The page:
FIGURE 3
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FIGURE 3. Dosage effects of 3 h NO release on 7-day P. aeruginosa biofilms. Viable bacteria were measured both on the surface of catheters and in the buffer after NO turned “on” for 3 h at room temperature. Asterisk denotes statistical significance at each flux compared with corresponding 0 flux (n = 3 catheters for each flux, n.s.: no significance, *p < 0.05; **p < 0.01, ***p < 0.001).

The biofilm eradicating effect was positively correlated with NO flux and reached a 3-log reduction when the NO flux was >1.5 (see Figure 3 and Table 1). As for the cells in the nearby buffer, the NO showed the same trend as observed for its effect on the surface biofilm, except when NO was at the flux of 0.3, it increased the number of dispersed cells in buffer than biofilm naturally dispersed (87%) and the difference was close to being significant (p = 0.06). This result indicates that the effect of NO on biofilm is a mixed process, with both killing and dispersal effects. The total viable cells (the sum of the viable bacteria on the catheter surface and those dispersed into the buffer) decreased with an increase in NO release flux. More than a 1-log reduction of the total viable cells was observed in 3 h when the NO was above 0.5 flux, and a 2-log reduction was found when NO was at 3.0 flux, indicating the significant killing effect of physiological levels of NO on biofilms. However, only a modest killing effect (reduction within 1 log) was observed when NO was turned “on” to treat the bacteria in the buffer. This is likely due to the short half-life of NO as it diffuses out into the surrounding solution, owing to its reaction with oxygen.

TABLE 1
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TABLE 1. Effect of NO flux on dispersing and killing of 7-day Pseudomonas aeruginosa biofilm.

NO Increases Susceptibility of P. aeruginosa Biofilm to Endogenous and Exogenous Antimicrobial Agents

Since NO at physiological levels showed a significant killing effect on the biofilm cells, the interaction of NO with other antimicrobial agents was also evaluated. We first studied the combination of NO and BD-2, as BD-2 is an important endogenous antimicrobial peptide in human host defense. In the absence of NO, the biofilm showed recalcitrance (<1 log reduction) to BD-2 (see Figure 4). Interestingly, NO showed a strong enhancing effect with BD-2 (at 20 μg/mL) in eradicating pre-developed P. aeruginosa biofilm. The combination of NO release at 1.5 flux and BD-2 can induce 4-log reduction in 3 h.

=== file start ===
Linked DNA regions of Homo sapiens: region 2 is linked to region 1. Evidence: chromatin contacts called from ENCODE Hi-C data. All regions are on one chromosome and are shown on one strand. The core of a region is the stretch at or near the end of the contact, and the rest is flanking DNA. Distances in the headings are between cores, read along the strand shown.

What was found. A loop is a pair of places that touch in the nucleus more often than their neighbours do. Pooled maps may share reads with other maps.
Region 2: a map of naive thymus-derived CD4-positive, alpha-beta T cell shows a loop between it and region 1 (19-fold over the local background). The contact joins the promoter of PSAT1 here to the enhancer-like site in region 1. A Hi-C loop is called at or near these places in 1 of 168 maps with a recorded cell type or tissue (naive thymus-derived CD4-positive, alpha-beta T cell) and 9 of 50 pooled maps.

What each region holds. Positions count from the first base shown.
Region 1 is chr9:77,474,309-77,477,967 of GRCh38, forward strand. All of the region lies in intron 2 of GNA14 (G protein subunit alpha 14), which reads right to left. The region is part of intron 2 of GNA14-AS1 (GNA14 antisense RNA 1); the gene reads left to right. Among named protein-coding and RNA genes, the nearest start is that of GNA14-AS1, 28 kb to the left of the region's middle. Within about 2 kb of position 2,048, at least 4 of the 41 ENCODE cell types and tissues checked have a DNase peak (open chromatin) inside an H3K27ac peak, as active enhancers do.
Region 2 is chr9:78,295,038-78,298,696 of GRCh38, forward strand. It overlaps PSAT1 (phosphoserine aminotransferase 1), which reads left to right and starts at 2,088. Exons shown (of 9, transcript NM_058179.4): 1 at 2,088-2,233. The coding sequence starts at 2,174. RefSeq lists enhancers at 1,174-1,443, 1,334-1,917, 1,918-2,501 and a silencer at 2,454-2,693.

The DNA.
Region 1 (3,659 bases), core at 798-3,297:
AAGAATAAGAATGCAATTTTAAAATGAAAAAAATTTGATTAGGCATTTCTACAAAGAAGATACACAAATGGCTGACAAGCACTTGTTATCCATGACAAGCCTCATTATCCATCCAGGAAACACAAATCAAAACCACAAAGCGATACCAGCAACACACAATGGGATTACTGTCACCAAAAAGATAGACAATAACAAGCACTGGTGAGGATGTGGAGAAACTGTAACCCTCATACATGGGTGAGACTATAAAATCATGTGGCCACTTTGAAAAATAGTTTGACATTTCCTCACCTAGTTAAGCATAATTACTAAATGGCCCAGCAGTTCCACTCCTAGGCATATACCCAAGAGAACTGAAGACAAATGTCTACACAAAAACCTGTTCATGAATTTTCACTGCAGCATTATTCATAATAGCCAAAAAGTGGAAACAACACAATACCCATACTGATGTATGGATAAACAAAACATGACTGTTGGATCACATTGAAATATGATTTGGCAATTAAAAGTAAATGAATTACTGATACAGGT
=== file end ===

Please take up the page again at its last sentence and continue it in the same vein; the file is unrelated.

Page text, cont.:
FIGURE 4
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FIGURE 4. Efficacy of 3 h treatment of BD-2 and various antibiotics against 7-day P. aeruginosa biofilm in the absence and presence of NO release. The concentration of BD-2 is 20 μg/mL, and concentration for all other antibiotics is 100 μg/mL. NO release is 1.5 flux. Asterisk denotes statistical significance compared with the control samples (n = 3 catheters for treatment, n.s., no significance, *p < 0.05; **p < 0.01, ***p < 0.001).

Similarly, a significant enhancing effect of NO release on antibiotic activity was observed for gentamicin, colistin, chloramphenicol, ciprofloxacin and tetracycline, when each was present at 10 μg/mL. In the absence of NO release, P. aeruginosa biofilm showed significant recalcitrance to all the antibiotics at 100 μg/mL. When NO was turned “on” at 1.5 flux, the biofilm cells became much more susceptible to antibiotics, resulting >3 log reduction of viable biofilms counts in 3 h for all the antibiotics (see Figure 4). For colistin and chloramphenicol, biofilm was completely eradicated in 3 h when combined with NO release (viable cells are below the detection limit for plate counting method, <10 CFU/mL). The combination of each antibiotic with NO showed a significantly greater reduction in viable biofilm cells than NO or gentamicin acting alone or even their sum, indicating a significant enhancing effect of NO on the efficacy of antibiotics against biofilms (Supplementary Table S1).

NO Increases Susceptibility of P. aeruginosa Biofilm Released Cells to Antimicrobials

Surprisingly, released cells from the biofilm in the buffer also show high recalcitrance to antibiotics in the absence of NO (<1 log reduction). However, the enhanced efficacy from the combination of NO and BD-2 and other antibiotics against these cells in the buffer is still very evident. As shown in Figure 5, a total of 4 log reduction was observed for the combination of BD-2 and NO release in 3 h.

FIGURE 5
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FIGURE 5. Efficacy of 3 h treatment of BD-2 and antibiotics against 7-day P. aeruginosa biofilm released cells in PBS in the absence and presence of NO release. The concentration of BD-2 is 20 μg/mL, and concentration for all other antibiotics is 100 μg/mL. NO flux is 1.5. Asterisk denotes statistical significance compared with the control samples (n = 3 catheters for treatment, n.s., no significance, *p < 0.05; **p < 0.01).